ANALYSIS

The Test for Harmless Error

The purpose of the harmless error analysis is to “conserve judicial labor by holding harmless those errors which, in the context of [a] case, do not vitiate the right to a fair trial and, thus, do not require

160 So.3d 1255

a new trial.” State v. DiGuilio, 491 So.2d 1129, 1135 (Fla.1986). Although the harmless error analysis serves a clear purpose, over time, the test for determining whether error is indeed harmless has been fluid. As we discuss below, this Court has previously set forth the test for harmless error in criminal appeals; however, the question certified by the district court calls upon this Court to announce the correct test for harmless error in civil appeals. Because the certified question presents a pure question of law, our standard of review is de novo. See Jackson–Shaw Co. v. Jacksonville Aviation Auth., 8 So.3d 1076, 1085 (Fla.2008) (citing Macola v. Gov't Emp. Ins. Co., 953 So.2d 451, 454 (Fla.2006) ).

As we consider the proper test for determining harmless error in civil appeals, we are mindful of the harmless error rule contained in section 59.041, Florida Statutes (2003), which provides as follows:

Harmless error; effect.—No judgment shall be set aside or reversed, or new trial granted by any court of the state in any cause, civil or criminal, on the ground of misdirection of the jury or the improper admission or rejection of evidence or for error as to any matter of pleading or procedure, unless in the opinion of the court to which application is made, after an examination of the entire case it shall appear that the error complained of has resulted in a miscarriage of justice. This section shall be liberally construed.

§ 59.041, Fla. Stat. (2003).1 Under this rule, appellate courts must evaluate harmless error on a case-by-case basis. Moreover, within the context of each case, in order to determine whether “the error complained of has resulted in a miscarriage of justice,” the court's analysis must include an examination of the entire record. What remains, however, with respect to civil appeals, is an interpretation of the language “resulted in a miscarriage of justice”—i.e., the determination of a test for harmless error. Over time, a number of approaches to harmless error have evolved. This evolution has resulted in the application of a variety of tests to determine harmless error.

However, it is appropriate to begin our analysis...

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115 practice notes
  • Mace v. M&T Bank, Case No. 2D16-3381
    • United States
    • Court of Appeal of Florida (US)
    • March 25, 2020
    ...v. Fla. Dep't Highway Safety & Motor Vehicles, 189 So. 3d 131, 134 (Fla. 2016) (Canady, J., dissenting); Special v. W. Boca Med. Ctr., 160 So. 3d 1251, 1261 (Fla. 2014) ; Willson v. Big Lake Partners, LLC, 211 So. 3d 360, 364-65 (Fla. 4th DCA 2017) ; Moody v. Dorsett, 149 So. 3d 1182, 1184 ......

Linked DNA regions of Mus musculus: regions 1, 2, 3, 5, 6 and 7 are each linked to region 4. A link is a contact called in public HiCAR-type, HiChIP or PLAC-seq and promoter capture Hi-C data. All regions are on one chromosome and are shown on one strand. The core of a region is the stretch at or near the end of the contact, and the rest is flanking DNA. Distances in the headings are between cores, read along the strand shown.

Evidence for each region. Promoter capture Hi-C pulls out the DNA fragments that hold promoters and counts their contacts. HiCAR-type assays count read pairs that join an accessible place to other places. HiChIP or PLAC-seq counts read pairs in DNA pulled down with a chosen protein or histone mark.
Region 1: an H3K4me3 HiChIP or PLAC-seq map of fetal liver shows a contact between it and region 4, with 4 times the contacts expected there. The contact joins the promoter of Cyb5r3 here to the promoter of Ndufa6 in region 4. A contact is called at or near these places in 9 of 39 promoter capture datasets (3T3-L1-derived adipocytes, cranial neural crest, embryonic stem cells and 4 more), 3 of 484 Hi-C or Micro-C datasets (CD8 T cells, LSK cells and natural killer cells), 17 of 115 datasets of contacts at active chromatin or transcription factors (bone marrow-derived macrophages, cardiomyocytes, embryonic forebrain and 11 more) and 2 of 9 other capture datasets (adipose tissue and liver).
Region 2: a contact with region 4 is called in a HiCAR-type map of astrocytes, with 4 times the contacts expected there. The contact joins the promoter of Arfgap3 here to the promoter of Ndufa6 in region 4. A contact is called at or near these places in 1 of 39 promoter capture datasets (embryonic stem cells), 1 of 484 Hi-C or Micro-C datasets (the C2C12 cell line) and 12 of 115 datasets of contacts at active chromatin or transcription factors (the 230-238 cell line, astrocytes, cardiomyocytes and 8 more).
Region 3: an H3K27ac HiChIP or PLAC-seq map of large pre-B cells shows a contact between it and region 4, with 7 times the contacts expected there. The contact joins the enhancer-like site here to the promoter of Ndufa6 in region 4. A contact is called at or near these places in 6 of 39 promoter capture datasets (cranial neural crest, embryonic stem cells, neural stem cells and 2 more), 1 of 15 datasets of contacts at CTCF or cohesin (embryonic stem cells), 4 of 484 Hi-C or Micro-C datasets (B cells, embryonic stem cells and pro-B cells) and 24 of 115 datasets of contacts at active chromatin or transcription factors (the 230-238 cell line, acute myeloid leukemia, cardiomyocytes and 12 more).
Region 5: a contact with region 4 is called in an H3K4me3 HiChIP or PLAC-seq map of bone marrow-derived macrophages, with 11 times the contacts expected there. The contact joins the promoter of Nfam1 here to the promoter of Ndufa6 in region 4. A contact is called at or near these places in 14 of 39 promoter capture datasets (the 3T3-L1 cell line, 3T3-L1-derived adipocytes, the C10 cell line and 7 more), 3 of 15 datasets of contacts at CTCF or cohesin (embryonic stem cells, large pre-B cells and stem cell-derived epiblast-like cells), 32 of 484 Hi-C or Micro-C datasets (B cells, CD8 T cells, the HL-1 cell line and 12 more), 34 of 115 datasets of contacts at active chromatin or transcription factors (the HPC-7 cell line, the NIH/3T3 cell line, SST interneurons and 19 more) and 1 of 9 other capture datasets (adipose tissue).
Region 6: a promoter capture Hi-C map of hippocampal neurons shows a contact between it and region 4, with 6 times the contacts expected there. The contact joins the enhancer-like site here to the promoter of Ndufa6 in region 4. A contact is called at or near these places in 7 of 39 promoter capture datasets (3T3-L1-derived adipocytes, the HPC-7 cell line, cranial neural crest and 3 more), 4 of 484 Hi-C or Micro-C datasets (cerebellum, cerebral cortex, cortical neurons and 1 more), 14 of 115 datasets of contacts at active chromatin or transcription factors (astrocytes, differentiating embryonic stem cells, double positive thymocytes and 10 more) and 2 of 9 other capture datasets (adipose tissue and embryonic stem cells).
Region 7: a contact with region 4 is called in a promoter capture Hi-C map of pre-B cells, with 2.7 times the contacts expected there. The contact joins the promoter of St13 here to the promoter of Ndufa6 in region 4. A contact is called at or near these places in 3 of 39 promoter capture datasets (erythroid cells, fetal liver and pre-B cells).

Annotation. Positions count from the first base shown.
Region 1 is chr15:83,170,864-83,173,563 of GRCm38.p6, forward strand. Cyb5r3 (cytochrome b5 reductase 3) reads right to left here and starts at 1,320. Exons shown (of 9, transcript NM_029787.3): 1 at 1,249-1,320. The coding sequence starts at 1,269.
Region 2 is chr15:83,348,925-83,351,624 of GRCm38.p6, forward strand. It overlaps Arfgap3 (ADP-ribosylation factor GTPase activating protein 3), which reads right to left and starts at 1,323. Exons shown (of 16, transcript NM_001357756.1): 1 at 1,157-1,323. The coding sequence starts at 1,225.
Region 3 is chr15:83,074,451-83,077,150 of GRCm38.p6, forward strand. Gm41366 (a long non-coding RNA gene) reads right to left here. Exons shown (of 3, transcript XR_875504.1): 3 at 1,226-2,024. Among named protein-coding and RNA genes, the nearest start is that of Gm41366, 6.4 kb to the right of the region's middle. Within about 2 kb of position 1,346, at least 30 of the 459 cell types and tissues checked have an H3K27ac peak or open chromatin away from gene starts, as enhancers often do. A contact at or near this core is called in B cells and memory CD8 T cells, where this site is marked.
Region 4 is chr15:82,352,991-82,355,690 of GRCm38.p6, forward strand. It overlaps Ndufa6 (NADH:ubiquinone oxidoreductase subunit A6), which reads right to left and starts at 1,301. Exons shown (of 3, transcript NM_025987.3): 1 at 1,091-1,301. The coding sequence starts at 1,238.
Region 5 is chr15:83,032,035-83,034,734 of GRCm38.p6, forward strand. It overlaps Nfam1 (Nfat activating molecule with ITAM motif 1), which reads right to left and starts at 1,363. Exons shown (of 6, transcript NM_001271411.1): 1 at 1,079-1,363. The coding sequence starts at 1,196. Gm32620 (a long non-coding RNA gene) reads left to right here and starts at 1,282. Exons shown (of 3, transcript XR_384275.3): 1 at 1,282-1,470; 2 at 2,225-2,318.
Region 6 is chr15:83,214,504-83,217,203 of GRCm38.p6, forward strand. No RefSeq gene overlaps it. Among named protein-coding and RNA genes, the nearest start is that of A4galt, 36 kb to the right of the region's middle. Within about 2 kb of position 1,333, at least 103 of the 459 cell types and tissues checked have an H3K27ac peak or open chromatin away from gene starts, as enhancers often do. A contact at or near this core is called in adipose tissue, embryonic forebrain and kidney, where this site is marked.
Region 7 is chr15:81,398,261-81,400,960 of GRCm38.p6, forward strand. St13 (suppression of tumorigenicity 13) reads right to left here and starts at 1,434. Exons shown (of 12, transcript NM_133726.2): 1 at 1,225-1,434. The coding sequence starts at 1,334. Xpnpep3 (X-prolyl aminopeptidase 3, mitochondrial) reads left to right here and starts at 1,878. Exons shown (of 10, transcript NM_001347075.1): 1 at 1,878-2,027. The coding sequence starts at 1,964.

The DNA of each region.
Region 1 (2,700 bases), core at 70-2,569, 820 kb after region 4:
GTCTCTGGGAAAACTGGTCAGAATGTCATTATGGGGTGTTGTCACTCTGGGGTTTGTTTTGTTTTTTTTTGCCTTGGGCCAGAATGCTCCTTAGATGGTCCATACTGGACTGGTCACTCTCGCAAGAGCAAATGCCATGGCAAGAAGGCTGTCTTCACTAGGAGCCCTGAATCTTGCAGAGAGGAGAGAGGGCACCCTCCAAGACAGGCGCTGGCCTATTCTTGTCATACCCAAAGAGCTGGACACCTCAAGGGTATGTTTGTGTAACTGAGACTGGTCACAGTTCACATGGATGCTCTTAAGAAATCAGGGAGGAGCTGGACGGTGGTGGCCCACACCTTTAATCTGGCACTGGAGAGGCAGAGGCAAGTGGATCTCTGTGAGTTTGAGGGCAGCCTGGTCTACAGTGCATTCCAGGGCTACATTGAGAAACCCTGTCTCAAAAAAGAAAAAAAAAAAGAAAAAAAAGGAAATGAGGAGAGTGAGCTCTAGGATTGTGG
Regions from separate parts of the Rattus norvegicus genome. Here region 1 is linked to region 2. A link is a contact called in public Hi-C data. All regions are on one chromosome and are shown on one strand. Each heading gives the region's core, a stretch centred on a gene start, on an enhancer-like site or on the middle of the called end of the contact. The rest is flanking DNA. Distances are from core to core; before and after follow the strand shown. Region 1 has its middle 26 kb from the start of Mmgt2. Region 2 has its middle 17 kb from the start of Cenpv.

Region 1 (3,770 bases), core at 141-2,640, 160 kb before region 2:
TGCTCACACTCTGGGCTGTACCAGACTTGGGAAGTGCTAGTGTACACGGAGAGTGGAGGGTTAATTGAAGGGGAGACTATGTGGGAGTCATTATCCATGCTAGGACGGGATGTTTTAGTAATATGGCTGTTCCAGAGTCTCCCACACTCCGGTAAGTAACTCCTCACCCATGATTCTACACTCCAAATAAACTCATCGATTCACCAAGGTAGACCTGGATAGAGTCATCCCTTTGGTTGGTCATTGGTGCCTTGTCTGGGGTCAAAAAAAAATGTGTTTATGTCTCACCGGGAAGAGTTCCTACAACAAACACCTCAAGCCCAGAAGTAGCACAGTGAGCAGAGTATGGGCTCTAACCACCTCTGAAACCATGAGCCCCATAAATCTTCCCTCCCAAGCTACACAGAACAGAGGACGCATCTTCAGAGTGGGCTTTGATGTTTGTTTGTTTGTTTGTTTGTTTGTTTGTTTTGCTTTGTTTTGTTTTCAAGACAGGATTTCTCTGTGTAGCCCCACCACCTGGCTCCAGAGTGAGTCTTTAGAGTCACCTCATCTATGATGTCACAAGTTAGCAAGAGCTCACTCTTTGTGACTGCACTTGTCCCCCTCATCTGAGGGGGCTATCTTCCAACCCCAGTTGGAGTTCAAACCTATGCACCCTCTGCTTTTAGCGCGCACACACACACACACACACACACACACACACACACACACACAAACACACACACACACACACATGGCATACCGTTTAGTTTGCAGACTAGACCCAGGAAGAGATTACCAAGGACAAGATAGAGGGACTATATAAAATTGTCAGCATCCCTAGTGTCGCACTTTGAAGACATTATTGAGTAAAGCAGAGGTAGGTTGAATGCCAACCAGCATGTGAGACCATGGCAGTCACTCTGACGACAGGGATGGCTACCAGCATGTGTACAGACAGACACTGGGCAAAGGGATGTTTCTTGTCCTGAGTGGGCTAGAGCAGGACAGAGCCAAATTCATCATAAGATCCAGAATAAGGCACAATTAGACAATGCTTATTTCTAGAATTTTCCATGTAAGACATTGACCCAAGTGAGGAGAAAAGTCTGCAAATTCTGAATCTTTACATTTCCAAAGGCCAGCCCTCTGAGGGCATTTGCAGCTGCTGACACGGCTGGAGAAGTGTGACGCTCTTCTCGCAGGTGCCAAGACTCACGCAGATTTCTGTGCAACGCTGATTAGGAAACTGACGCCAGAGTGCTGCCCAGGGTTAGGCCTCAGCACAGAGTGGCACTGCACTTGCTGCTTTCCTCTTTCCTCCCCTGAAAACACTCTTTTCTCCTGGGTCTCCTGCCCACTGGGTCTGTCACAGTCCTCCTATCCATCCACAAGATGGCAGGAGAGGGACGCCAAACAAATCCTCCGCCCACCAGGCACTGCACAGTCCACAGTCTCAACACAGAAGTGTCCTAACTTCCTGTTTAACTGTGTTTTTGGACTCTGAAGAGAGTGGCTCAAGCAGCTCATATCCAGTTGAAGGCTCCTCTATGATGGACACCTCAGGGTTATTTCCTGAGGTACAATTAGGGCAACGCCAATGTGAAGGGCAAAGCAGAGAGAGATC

• Tracey v. Wells Fargo Bank, N.A., Case No. 2D16-5091
    • United States
    • Court of Appeal of Florida (US)
    • February 27, 2019
    ...error would almost certainly have been harmless—and an appellate court would not reverse such a ruling. See Special v. W. Boca Med. Ctr., 160 So.3d 1251, 1256 (Fla. 2014) (holding that in civil appeals, an error is harmless if "there is no reasonable possibility that the error contributed t......
  • Certiorari Review of Orders Denying Discovery in Civil Cases.
    • United States
    • Florida Bar Journal Vol. 96 Nbr. 3, May 2022
    • May 1, 2022
    ...( Special I), 79 So. 3d 755, 766-67 (Fla. 4th DCA 2011) (en banc), rev'd sub nom., Special v. West Boca Medical Center (Special II), 160 So. 3d 1251 (Fla. 2014). Judge Torpy wrote that "an appellee will be hard-pressed to meet its burden to show harmlessness when the record does not reveal ......
  • R.J. Reynolds Tobacco Co. v. Schleider, No. 3D15-1634
    • United States
    • Court of Appeal of Florida (US)
    • December 26, 2018
    ...the beneficiary fails to satisfy that burden, then the error is harmful and a new trial is required . See Special v. W. Boca Med. Ctr., 160 So.3d 1251, 1256 (Fla. 2014). The Plaintiffs have clearly failed to establish that the cumulative effect of this objected-to highly inflammatory argume......
  • Request a trial to view additional results
117 cases
  • Mace v. M&T Bank, Case No. 2D16-3381
    • United States
    • Court of Appeal of Florida (US)
    • March 25, 2020
    ...v. Fla. Dep't Highway Safety & Motor Vehicles, 189 So. 3d 131, 134 (Fla. 2016) (Canady, J., dissenting); Special v. W. Boca Med. Ctr., 160 So. 3d 1251, 1261 (Fla. 2014) ; Willson v. Big Lake Partners, LLC, 211 So. 3d 360, 364-65 (Fla. 4th DCA 2017) ; Moody v. Dorsett, 149 So. 3d 1182, 1184 ......
  • Tracey v. Wells Fargo Bank, N.A., Case No. 2D16-5091
    • United States
    • Court of Appeal of Florida (US)
    • February 27, 2019
    ...error would almost certainly have been harmless—and an appellate court would not reverse such a ruling. See Special v. W. Boca Med. Ctr., 160 So.3d 1251, 1256 (Fla. 2014) (holding that in civil appeals, an error is harmless if "there is no reasonable possibility that the error contributed t......
  • R.J. Reynolds Tobacco Co. v. Schleider, No. 3D15-1634
    • United States
    • Court of Appeal of Florida (US)
    • December 26, 2018
    ...the beneficiary fails to satisfy that burden, then the error is harmful and a new trial is required . See Special v. W. Boca Med. Ctr., 160 So.3d 1251, 1256 (Fla. 2014). The Plaintiffs have clearly failed to establish that the cumulative effect of this objected-to highly inflammatory argume......
  • Hernandez v. Fla. Attorney Gen., Case No. 3:15-cv-1414-J-32JRK
    • United States
    • United States District Courts. 11th Circuit. United States District Court of Middle District of Florida
    • April 4, 2019
    ...v. Sykes, 433 U.S. 72 (1977). 4. Murray v. Carrier, 477 U.S. 478 (1986). 5. Petitioner cites to Special v. West Boca Medical Center, 160 So. 3d 1251 (Fla. 2014), to support a claim that the First DCA used the wrong harmless error standard during his appeal. See Doc. 10 at 8-9. In Special, t......
  • Request a trial to view additional results
1 books & journal articles
  • Certiorari Review of Orders Denying Discovery in Civil Cases.
    • United States
    • Florida Bar Journal Vol. 96 Nbr. 3, May 2022
    • May 1, 2022
    ...( Special I), 79 So. 3d 755, 766-67 (Fla. 4th DCA 2011) (en banc), rev'd sub nom., Special v. West Boca Medical Center (Special II), 160 So. 3d 1251 (Fla. 2014). Judge Torpy wrote that "an appellee will be hard-pressed to meet its burden to show harmlessness when the record does not reveal ......